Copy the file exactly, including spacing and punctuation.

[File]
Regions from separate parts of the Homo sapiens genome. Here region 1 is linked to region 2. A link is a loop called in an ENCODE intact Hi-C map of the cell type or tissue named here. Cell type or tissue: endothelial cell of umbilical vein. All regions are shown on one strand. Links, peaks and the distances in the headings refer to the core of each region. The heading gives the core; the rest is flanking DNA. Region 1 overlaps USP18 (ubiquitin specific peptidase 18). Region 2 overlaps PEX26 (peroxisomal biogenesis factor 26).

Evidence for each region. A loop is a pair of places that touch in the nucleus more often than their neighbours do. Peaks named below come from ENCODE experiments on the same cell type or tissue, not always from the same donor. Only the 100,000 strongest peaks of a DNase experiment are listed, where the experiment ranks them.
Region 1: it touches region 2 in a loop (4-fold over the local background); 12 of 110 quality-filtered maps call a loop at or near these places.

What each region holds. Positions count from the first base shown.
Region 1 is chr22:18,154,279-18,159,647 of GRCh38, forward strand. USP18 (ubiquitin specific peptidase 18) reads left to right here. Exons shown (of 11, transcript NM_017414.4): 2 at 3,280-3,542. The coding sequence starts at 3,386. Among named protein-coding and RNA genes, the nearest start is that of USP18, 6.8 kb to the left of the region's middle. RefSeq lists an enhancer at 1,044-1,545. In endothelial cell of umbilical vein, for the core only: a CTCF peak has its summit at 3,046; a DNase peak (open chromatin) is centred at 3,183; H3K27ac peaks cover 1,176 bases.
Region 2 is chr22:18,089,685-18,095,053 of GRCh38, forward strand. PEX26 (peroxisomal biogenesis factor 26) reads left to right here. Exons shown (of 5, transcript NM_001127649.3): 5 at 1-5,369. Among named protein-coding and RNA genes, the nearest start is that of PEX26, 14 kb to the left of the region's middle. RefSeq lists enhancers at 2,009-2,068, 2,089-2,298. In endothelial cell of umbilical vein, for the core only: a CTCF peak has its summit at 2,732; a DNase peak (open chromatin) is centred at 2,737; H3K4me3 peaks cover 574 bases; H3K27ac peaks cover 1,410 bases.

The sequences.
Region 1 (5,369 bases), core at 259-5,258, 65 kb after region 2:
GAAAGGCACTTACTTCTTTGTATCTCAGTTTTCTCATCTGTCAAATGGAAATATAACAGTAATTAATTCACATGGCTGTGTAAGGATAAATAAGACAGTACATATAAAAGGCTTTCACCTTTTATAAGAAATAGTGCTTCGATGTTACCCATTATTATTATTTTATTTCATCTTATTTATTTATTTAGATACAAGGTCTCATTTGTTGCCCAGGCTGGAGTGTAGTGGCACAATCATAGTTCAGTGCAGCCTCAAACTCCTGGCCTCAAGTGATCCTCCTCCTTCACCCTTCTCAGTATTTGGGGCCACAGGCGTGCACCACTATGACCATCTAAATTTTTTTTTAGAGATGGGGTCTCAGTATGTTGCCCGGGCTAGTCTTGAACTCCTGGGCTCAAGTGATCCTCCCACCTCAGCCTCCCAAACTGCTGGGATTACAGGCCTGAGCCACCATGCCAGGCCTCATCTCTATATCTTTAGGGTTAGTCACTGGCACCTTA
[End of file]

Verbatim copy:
Regions from separate parts of the Homo sapiens genome. Here region 1 is linked to region 2. A link is a loop called in an ENCODE intact Hi-C map of the cell type or tissue named here. Cell type or tissue: endothelial cell of umbilical vein. All regions are shown on one strand. Links, peaks and the distances in the headings refer to the core of each region. The heading gives the core; the rest is flanking DNA. Region 1 overlaps USP18 (ubiquitin specific peptidase 18). Region 2 overlaps PEX26 (peroxisomal biogenesis factor 26).

Evidence for each region. A loop is a pair of places that touch in the nucleus more often than their neighbours do. Peaks named below come from ENCODE experiments on the same cell type or tissue, not always from the same donor. Only the 100,000 strongest peaks of a DNase experiment are listed, where the experiment ranks them.
Region 1: it touches region 2 in a loop (4-fold over the local background); 12 of 110 quality-filtered maps call a loop at or near these places.

What each region holds. Positions count from the first base shown.
Region 1 is chr22:18,154,279-18,159,647 of GRCh38, forward strand. USP18 (ubiquitin specific peptidase 18) reads left to right here. Exons shown (of 11, transcript NM_017414.4): 2 at 3,280-3,542. The coding sequence starts at 3,386. Among named protein-coding and RNA genes, the nearest start is that of USP18, 6.8 kb to the left of the region's middle. RefSeq lists an enhancer at 1,044-1,545. In endothelial cell of umbilical vein, for the core only: a CTCF peak has its summit at 3,046; a DNase peak (open chromatin) is centred at 3,183; H3K27ac peaks cover 1,176 bases.
Region 2 is chr22:18,089,685-18,095,053 of GRCh38, forward strand. PEX26 (peroxisomal biogenesis factor 26) reads left to right here. Exons shown (of 5, transcript NM_001127649.3): 5 at 1-5,369. Among named protein-coding and RNA genes, the nearest start is that of PEX26, 14 kb to the left of the region's middle. RefSeq lists enhancers at 2,009-2,068, 2,089-2,298. In endothelial cell of umbilical vein, for the core only: a CTCF peak has its summit at 2,732; a DNase peak (open chromatin) is centred at 2,737; H3K4me3 peaks cover 574 bases; H3K27ac peaks cover 1,410 bases.

The sequences.
Region 1 (5,369 bases), core at 259-5,258, 65 kb after region 2:
GAAAGGCACTTACTTCTTTGTATCTCAGTTTTCTCATCTGTCAAATGGAAATATAACAGTAATTAATTCACATGGCTGTGTAAGGATAAATAAGACAGTACATATAAAAGGCTTTCACCTTTTATAAGAAATAGTGCTTCGATGTTACCCATTATTATTATTTTATTTCATCTTATTTATTTATTTAGATACAAGGTCTCATTTGTTGCCCAGGCTGGAGTGTAGTGGCACAATCATAGTTCAGTGCAGCCTCAAACTCCTGGCCTCAAGTGATCCTCCTCCTTCACCCTTCTCAGTATTTGGGGCCACAGGCGTGCACCACTATGACCATCTAAATTTTTTTTTAGAGATGGGGTCTCAGTATGTTGCCCGGGCTAGTCTTGAACTCCTGGGCTCAAGTGATCCTCCCACCTCAGCCTCCCAAACTGCTGGGATTACAGGCCTGAGCCACCATGCCAGGCCTCATCTCTATATCTTTAGGGTTAGTCACTGGCACCTTA